First things first means also saying no to things that do not serve or align with your personal mission, values, beliefs, and goals. It is okay to say no, in fact it is necessary for the healthy, effective management of your life and mental health.

What are the things that are most important to you in your mission statement, beliefs, values, and goals? What things are preventing you from doing first things first?

Putting first things first is about physical creation, making things happen. Where will your focus be today?

Until next time be well,

Deborah

Think Win-Win

Photo by Danielle McInness on Unsplash

Habit number four in the 7 Habits of Highly Successful People by Dr. Stephen R. Covey is Think Win-Win. This may be the most difficult habit to do and to write about in our current climate.

Think Win-Win is about cooperation. It is about each person having mutual benefit. Agreements are made to support mutual benefit to both sides.

As I was contemplating what I would write, I could not help but think of today’s climate of very rigid sides of issues. It seems that many feel that any cooperation is unacceptable. It appears that many feel that mutual benefit is not possible.

In our current climate it seems that many feel there must be a single winner – one viewpoint must win without consideration of any other point of view. And this is on ALL sides of the issues. There is no win-win in the conversations I have heard lately.

To think win-win, a person needs these three characteristics:

  1. Integrity: Standing by your true feelings, values, and commitments.
  2. Maturity: Being able to express your feelings and ideas with courage AND consideration for the ideas and feelings of others.
  3. Abundance Thinking: Believing that there is enough for everyone.

In the second characteristic, consideration for the ideas and feelings of others is where I think in our current climate we struggle. Tolerance is a word that many use quite freely. Many claim to be tolerant of all people, all views, all beliefs, however, some of those very same people are intolerant of any view different than their own.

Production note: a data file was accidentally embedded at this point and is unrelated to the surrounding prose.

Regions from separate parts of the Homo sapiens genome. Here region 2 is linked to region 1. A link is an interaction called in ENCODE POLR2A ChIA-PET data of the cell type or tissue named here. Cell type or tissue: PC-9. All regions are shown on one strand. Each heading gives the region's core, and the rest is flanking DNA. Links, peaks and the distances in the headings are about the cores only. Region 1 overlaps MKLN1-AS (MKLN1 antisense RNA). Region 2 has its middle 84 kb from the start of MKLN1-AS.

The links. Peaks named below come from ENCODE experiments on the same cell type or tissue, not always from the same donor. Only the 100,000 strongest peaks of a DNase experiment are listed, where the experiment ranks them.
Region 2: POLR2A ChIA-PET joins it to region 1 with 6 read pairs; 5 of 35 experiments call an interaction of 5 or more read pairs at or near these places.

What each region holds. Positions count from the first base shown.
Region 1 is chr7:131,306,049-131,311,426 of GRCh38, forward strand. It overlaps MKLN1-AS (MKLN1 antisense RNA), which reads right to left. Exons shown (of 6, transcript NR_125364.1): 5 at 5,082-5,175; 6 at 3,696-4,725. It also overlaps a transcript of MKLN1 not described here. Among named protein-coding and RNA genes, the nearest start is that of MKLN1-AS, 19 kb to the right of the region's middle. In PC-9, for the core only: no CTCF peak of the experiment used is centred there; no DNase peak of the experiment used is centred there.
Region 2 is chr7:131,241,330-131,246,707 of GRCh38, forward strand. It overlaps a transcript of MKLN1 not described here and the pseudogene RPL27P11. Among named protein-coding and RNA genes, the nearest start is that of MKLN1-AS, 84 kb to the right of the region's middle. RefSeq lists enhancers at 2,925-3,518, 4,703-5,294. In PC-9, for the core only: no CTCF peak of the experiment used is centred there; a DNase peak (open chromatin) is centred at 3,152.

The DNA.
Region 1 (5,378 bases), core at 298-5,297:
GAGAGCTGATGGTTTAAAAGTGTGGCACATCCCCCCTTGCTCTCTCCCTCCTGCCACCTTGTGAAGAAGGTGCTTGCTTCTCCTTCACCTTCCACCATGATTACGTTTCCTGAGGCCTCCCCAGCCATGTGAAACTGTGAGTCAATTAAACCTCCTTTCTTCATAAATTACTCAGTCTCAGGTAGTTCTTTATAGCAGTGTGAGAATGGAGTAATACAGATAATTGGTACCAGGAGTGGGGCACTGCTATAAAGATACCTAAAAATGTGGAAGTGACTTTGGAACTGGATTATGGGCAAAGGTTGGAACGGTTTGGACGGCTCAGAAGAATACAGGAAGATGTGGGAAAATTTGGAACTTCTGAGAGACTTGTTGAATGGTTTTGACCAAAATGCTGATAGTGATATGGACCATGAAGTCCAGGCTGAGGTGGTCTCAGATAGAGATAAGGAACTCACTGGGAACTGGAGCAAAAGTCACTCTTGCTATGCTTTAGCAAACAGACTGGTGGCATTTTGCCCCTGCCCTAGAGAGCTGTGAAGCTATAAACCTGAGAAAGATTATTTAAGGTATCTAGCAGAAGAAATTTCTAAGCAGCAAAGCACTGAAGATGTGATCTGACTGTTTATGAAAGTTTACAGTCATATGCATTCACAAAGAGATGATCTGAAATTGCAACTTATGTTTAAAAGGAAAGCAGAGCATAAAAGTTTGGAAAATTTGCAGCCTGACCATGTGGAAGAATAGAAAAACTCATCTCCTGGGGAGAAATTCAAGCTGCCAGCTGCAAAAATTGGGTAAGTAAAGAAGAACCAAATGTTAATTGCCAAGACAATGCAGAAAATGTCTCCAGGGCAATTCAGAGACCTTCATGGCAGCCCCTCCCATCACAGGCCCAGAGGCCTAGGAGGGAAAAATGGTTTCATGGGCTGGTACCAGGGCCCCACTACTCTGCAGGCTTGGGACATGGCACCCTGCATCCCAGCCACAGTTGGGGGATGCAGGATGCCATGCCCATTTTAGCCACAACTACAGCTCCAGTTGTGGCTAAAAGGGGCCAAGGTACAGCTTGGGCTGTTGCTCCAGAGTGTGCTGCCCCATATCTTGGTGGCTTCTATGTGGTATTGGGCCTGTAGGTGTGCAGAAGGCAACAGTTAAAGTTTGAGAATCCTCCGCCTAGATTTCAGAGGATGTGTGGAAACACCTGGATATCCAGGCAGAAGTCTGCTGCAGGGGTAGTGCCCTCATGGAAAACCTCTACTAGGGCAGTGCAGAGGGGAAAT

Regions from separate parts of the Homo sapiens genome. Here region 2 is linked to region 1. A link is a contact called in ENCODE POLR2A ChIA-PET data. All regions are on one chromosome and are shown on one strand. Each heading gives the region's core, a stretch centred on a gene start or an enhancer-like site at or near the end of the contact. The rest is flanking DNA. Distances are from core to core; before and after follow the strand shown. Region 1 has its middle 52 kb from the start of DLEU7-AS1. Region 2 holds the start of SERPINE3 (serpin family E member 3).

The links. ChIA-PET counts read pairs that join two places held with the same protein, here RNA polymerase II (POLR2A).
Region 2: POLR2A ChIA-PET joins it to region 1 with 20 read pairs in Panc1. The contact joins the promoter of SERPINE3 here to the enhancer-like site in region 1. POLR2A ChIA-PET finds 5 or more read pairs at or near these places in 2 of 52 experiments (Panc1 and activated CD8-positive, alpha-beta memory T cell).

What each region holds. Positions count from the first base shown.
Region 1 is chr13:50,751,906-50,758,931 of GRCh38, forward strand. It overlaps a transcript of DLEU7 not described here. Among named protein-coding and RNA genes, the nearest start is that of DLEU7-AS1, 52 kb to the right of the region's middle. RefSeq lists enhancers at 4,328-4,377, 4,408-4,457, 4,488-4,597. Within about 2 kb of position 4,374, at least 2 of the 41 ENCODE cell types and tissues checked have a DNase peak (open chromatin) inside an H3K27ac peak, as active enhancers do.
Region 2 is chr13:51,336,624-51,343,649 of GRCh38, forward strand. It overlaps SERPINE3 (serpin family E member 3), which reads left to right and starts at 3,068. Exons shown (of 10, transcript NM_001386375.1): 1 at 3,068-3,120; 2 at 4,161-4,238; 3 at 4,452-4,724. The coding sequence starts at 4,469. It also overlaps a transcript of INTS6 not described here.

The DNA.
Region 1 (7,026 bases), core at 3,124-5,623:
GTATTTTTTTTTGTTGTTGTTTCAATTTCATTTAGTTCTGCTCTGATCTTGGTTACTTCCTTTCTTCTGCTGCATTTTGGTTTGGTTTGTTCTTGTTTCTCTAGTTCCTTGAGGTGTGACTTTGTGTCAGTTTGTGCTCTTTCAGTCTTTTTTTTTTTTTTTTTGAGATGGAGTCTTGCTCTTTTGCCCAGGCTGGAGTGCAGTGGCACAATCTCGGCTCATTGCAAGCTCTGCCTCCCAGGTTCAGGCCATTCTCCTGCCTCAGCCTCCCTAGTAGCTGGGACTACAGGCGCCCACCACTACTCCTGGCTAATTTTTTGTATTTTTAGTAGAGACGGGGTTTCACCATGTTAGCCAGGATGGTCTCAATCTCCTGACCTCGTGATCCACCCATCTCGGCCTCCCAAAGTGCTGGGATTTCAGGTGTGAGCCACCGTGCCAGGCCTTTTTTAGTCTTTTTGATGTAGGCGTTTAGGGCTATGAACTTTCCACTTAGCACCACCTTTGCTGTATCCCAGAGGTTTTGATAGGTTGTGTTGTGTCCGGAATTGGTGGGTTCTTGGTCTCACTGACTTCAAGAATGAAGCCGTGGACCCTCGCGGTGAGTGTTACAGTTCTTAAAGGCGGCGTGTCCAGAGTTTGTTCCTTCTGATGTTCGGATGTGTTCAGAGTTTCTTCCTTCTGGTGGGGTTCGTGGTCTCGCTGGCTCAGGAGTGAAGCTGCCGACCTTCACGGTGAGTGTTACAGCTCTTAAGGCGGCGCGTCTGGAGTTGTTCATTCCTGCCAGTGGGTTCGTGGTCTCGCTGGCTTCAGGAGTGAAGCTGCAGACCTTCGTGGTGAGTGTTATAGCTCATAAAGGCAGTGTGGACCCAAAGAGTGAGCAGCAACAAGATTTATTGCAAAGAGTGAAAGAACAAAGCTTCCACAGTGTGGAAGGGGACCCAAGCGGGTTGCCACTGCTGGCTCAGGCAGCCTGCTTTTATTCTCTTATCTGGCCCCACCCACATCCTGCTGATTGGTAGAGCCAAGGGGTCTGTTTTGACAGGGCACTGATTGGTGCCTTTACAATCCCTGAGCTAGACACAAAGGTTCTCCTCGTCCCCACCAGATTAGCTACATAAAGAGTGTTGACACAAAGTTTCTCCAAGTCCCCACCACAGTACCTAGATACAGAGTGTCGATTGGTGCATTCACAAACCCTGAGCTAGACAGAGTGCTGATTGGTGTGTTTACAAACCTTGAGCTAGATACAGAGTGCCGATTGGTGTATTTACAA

You cannot have your cake and eat it too. Meaning, you cannot have it both ways. If you claim to be all tolerant, then you must actually be able to consider the ideas and feelings of others with maturity and courage and believing that if everyone has some mutual benefit it makes for a happier society.

Unfortunately, our society has become a win at all costs and make sure the other person loses endeavor. There is no mutual benefit, only power and domination of singular viewpoints or nothing. This results in everyone being the loser resulting in distrust and resentment.

You can apply the think win-win habit to every aspect of your life. In your work life, in your relationships, in your family, in every aspect where mutual agreements are necessary and beneficial.

This habit can be very difficult to implement. It can be very hard to let go of the idea that if someone else wins you lose. With mutually beneficial agreements and courageous, empathetic discussion, both parties can win and perhaps reach a deeper understanding, peace, and happiness.